Reuters
A Taiwanese military drill team performs during the island's National Day outside the Presidential Palace in Taipei on Sunday.
updated 10/10/2004 10:02:43 AM ET 2004-10-10T14:02:43

Taiwan’s leader called for peace talks and other “concrete actions” to reduce tensions with rival China during a National Day speech on Sunday that was far more conciliatory than in years past.

President Chen Shui-bian avoided language and issues that have raised tensions in the past during the speech, and even extended Taiwan’s best wishes as China prepares for the 2008 Summer Olympics in Beijing.

“Taiwan is pleased to witness the steady progress, reforms and peaceful emergence of China,” he said from his podium under a sunny sky in front of the Presidential Office.

The address was highly anticipated because Chen had promised to make an “important announcement” that would improve relations with China, which has repeatedly threatened to attack the island.

Chen said that the two sides could use a 1992 meeting in Hong Kong between the rivals’ envoys as a model for a new round of talks. The 1992 discussions led to a series of icebreaking meetings, which later broke off amid differences about Taiwan’s political status.

The president didn’t spell out what he meant by the proposal. He didn’t say whether he just meant the two sides should use envoys who would talk in Hong Kong.

Richard Chung  /  Reuters
Taiwan President Chen Shui-bian takes a more conciliatory tone toward China in his National Day address on Sunday.
Still, Chen refused to cave into China’s long-standing precondition for talks: that Taiwan agree it’s an inseparable part of China. The two sides split when the Communists won a civil war in 1949 and took over the mainland, just 100 miles west of Taiwan.

He also accused China of pointing 600 ballistic missiles at Taiwan and adding 50 to 75 more each year. “The threat of military force poses the greatest shadows of terror and forces of darkness across the Taiwan Strait,” Chen said.

“Any conflict in the Taiwan Strait could result in irreparable damage to the peoples on both sides,” Chen said. “Therefore, I propose that both sides should seriously consider the issue of arms control and take concrete actions to reduce tension and military threats.”

China did not immediately comment on the address, which followed a parade with rifle-twirling soldiers in shiny chrome helmets, marching bands with long rows of tubas and children waving green flags to the tune of “Happy Birthday.”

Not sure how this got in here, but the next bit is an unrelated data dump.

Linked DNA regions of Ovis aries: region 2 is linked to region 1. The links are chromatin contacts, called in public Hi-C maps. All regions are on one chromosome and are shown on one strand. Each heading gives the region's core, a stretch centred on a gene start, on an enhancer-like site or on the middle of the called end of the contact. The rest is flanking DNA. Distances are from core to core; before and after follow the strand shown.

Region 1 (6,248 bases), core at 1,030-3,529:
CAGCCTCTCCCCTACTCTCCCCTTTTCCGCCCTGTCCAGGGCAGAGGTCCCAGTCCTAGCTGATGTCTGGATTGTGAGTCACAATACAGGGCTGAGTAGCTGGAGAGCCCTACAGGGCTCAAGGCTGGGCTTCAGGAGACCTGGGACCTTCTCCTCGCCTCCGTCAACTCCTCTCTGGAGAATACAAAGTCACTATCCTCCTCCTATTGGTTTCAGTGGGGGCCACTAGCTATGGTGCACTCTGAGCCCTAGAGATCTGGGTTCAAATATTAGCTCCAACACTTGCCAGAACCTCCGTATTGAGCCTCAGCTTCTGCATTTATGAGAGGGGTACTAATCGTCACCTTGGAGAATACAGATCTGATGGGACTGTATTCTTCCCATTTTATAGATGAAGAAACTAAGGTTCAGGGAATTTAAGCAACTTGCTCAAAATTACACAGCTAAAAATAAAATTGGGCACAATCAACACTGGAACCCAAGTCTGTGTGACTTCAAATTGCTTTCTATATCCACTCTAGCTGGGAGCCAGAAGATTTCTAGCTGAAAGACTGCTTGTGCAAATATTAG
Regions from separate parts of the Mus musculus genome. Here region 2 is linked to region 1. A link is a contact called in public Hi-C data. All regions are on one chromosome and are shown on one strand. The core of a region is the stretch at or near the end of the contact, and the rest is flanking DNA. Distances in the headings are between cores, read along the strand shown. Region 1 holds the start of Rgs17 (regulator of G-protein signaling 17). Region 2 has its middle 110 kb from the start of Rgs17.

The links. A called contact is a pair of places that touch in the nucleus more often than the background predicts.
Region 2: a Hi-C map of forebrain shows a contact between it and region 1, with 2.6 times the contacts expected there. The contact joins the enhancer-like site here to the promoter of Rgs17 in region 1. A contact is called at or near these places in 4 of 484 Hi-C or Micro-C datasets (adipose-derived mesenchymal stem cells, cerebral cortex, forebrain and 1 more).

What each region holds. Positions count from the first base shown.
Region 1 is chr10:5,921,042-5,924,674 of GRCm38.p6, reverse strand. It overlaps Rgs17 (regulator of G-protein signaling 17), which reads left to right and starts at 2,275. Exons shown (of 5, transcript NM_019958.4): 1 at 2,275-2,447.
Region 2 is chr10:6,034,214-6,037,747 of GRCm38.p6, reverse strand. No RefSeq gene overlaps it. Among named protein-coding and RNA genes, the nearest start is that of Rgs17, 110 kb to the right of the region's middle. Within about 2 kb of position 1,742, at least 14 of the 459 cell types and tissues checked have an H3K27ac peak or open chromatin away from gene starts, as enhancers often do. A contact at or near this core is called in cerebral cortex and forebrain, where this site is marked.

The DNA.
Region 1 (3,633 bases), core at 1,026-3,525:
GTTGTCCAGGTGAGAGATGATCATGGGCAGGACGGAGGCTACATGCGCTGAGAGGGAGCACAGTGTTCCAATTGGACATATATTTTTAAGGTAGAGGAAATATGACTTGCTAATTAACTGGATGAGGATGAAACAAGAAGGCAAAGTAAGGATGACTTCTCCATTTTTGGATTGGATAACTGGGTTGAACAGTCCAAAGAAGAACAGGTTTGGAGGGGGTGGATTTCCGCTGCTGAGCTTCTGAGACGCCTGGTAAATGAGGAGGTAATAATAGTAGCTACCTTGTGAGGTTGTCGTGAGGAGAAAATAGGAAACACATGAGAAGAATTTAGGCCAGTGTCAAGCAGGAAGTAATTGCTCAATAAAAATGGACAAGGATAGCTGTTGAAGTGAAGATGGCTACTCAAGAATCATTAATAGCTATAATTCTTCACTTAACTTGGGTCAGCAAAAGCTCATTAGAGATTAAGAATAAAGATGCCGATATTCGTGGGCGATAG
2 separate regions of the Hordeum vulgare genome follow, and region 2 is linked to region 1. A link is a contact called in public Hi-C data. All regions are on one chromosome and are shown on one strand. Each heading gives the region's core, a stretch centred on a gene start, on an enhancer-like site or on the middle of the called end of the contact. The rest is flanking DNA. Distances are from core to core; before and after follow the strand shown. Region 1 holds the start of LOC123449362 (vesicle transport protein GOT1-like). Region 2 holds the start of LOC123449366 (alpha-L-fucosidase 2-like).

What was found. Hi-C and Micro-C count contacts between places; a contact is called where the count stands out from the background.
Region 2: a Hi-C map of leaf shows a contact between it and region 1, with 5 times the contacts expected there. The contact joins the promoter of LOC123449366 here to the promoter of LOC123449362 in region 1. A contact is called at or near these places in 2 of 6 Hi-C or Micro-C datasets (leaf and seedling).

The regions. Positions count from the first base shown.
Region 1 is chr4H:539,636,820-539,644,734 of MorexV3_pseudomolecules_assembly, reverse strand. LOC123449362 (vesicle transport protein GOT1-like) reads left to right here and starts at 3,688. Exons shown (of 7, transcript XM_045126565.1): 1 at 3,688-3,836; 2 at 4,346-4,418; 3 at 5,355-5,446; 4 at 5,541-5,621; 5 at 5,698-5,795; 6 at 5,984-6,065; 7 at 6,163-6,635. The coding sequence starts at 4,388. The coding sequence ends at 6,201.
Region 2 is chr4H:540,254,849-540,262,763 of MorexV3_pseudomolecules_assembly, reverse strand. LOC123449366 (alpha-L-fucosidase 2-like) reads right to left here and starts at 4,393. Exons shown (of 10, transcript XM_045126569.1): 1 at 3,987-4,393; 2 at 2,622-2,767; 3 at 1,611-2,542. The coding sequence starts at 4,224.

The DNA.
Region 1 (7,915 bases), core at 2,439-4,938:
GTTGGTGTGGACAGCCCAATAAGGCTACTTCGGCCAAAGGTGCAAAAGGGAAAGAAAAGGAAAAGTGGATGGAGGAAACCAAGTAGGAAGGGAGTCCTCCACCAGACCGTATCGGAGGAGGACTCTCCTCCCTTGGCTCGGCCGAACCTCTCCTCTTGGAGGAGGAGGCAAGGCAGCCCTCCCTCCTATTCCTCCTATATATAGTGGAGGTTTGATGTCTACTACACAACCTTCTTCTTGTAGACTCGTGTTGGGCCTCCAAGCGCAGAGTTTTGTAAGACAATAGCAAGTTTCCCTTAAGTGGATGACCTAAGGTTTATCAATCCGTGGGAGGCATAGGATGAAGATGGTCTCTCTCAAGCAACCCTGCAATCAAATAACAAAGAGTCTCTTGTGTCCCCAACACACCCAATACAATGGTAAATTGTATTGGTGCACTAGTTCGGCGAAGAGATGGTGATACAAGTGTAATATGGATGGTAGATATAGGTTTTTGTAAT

U.S. praise for speech
Chen’s speech was praised by the United States, Taiwan’s most important friend and likely ally in a war. “We welcome the constructive message conveyed in President Chen’s speech, which we believe offers some creative ideas for reducing tensions and resuming the cross-Straits dialogue,” U.S. State Department spokeswoman Darla Jordan said.

Chen has recently angered China by pushing for a new constitution — a move Beijing fears would enshrine the island’s independence status and create a new nation. But the Taiwanese leader didn’t dwell on the issue Sunday and simply said he still wanted to “forge ahead with the constitutional reform project.”

Arms deal
In an earlier address Sunday, Chen defended his plan to spend billions on U.S.-made weapons, saying that the Taiwanese can only rely on themselves to protect their island from China’s growing threat.

The president has been struggling to get the legislature’s approval for the $18 billion arms deal, which includes planes, submarines and Patriot missiles.

Washington agreed to sell Taiwan the weapons in 2001, but the island has made little progress in sealing the deal. The delay has fed U.S. suspicions that the Taiwanese aren’t serious about their defense and plan to rely on America to repel a Chinese attack.

But Chen said that Taiwan understands its responsibilities. “We can’t rely on others to keep the peace in the Taiwan Strait. We can only rely on ourselves to have the strength to protect the status quo of peace.”

© 2012 The Associated Press. All rights reserved. This material may not be published, broadcast, rewritten or redistributed.

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